generating a marker corresponding to a marked position in the audio; and
    re-synthesizing at least a portion of the audio to produce a portion of the audio having an altered playback speed according to the one or more audio browsing commands.
  2. 2. The method according to claim 1, wherein the one or more audio browsing commands includes a retrieve command.
  3. 3. The method according to claim 2, further comprising, responsive to the retrieve command, returning to the marked position in the audio.
  4. 4. The method according to claim 3, wherein the marked position in the audio is offset to accommodate delay in generating the marker.
  5. 5. The method of claim 1, further comprising using the application state to return audio beginning a point corresponding to user interaction with the audio at a time the one or more audio browsing commands were received.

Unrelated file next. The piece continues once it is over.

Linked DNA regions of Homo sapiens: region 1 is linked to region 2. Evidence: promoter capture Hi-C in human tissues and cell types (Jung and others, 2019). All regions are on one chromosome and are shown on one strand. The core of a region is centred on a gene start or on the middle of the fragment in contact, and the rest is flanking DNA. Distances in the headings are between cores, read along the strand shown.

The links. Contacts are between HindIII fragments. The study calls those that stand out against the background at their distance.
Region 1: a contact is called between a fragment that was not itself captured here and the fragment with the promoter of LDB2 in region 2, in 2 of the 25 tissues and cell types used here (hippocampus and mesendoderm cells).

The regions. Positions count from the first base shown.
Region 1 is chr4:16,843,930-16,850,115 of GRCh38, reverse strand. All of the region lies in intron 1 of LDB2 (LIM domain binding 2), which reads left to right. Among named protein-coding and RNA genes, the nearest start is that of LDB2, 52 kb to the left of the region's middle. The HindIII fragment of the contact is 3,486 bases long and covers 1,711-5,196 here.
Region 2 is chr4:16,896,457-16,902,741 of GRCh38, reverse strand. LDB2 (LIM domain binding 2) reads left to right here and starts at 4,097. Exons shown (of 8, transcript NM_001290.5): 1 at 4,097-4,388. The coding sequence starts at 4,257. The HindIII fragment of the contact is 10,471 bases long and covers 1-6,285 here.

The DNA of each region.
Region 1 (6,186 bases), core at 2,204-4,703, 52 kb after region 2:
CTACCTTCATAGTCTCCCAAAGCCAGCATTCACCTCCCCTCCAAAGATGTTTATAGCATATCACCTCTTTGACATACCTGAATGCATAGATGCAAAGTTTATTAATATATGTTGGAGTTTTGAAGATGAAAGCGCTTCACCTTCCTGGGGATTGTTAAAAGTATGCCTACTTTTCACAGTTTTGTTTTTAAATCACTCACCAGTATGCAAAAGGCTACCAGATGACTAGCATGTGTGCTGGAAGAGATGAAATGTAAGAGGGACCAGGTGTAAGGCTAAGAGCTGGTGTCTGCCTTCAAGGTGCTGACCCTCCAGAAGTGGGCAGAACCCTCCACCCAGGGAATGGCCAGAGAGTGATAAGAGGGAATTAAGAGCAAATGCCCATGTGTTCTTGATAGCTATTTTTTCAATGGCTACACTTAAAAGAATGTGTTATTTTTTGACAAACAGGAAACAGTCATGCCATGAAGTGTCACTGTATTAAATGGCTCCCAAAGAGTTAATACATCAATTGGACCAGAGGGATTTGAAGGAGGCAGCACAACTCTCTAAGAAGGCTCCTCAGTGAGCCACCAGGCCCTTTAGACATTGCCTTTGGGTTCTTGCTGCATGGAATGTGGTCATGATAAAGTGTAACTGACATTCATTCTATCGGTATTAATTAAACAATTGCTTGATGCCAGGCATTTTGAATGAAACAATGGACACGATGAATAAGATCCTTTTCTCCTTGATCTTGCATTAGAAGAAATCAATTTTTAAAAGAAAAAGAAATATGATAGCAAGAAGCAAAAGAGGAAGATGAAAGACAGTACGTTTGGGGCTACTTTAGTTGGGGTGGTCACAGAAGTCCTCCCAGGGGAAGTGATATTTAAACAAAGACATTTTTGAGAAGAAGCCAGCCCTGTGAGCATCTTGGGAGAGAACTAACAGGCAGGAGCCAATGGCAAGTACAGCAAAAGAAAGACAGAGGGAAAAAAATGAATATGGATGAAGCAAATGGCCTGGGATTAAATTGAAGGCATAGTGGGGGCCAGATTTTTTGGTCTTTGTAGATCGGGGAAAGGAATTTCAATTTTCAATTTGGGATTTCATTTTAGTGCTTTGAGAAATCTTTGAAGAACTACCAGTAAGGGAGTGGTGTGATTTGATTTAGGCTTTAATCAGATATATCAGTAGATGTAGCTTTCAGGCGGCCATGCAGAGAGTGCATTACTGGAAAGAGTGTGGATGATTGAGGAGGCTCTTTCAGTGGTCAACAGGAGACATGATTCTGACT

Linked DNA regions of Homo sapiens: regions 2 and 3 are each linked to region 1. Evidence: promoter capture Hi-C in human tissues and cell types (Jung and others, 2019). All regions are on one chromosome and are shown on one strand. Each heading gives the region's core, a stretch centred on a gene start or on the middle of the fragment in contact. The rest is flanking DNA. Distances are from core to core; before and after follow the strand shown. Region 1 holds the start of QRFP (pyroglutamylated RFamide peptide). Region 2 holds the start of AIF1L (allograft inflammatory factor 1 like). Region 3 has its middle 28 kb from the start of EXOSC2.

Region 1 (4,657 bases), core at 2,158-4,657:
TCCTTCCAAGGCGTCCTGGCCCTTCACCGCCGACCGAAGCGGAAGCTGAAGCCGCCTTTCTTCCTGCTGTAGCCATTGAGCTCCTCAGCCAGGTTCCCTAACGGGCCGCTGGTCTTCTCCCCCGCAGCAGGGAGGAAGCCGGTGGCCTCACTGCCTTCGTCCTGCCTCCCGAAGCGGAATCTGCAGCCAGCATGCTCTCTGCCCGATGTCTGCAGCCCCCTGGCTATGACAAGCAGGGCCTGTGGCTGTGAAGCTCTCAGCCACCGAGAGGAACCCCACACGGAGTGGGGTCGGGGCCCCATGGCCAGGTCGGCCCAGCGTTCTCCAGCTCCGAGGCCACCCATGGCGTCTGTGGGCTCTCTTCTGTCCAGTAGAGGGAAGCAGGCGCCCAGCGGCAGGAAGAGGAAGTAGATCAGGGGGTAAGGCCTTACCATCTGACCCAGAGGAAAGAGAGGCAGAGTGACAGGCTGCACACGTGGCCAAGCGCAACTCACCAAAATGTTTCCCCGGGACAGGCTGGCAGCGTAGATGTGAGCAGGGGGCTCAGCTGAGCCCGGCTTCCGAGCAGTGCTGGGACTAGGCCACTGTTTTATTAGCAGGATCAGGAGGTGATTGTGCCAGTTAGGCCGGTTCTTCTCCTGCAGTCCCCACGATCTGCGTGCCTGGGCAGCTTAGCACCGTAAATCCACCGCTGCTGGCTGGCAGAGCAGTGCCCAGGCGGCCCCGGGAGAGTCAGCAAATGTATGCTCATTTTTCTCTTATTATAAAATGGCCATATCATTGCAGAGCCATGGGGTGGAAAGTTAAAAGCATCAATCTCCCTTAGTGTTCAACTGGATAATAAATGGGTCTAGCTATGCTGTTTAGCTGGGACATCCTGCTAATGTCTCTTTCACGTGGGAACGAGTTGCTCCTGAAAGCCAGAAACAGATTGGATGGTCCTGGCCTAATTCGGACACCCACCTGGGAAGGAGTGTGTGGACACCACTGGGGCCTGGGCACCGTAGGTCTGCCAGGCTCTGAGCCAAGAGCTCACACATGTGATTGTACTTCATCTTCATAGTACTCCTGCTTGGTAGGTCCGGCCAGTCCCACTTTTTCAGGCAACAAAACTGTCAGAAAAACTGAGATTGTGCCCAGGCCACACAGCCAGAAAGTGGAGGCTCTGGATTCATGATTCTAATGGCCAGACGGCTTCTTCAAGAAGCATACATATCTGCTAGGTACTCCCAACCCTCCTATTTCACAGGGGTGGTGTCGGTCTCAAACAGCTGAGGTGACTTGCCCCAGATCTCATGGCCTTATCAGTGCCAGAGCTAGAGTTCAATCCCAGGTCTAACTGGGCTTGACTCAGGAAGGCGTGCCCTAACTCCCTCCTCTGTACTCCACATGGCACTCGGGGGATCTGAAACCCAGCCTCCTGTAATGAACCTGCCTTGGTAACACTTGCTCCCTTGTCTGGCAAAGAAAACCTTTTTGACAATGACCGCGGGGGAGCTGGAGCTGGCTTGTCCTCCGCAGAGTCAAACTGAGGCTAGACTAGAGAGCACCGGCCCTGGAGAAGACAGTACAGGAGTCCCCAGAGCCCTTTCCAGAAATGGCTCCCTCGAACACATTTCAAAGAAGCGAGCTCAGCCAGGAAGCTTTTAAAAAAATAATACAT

6. 6. The method according to claim 1, wherein the one or more audio browsing commands includes a speed up command.
  7. 7. The method according to claim 6, further comprising, responsive to the speed up command, re-synthesizing at least a portion of the audio to produce a portion of the audio having increased playback speed.
  8. 8. The method according to claim 7, wherein re-synthesizing at least a portion of the audio to produce a portion of the audio having increased playback speed further comprises performing non-uniform dropping of frames within the audio.
  9. 9. The method according to claim 8, wherein performing non-uniform dropping of frames within the audio further comprises one or more of: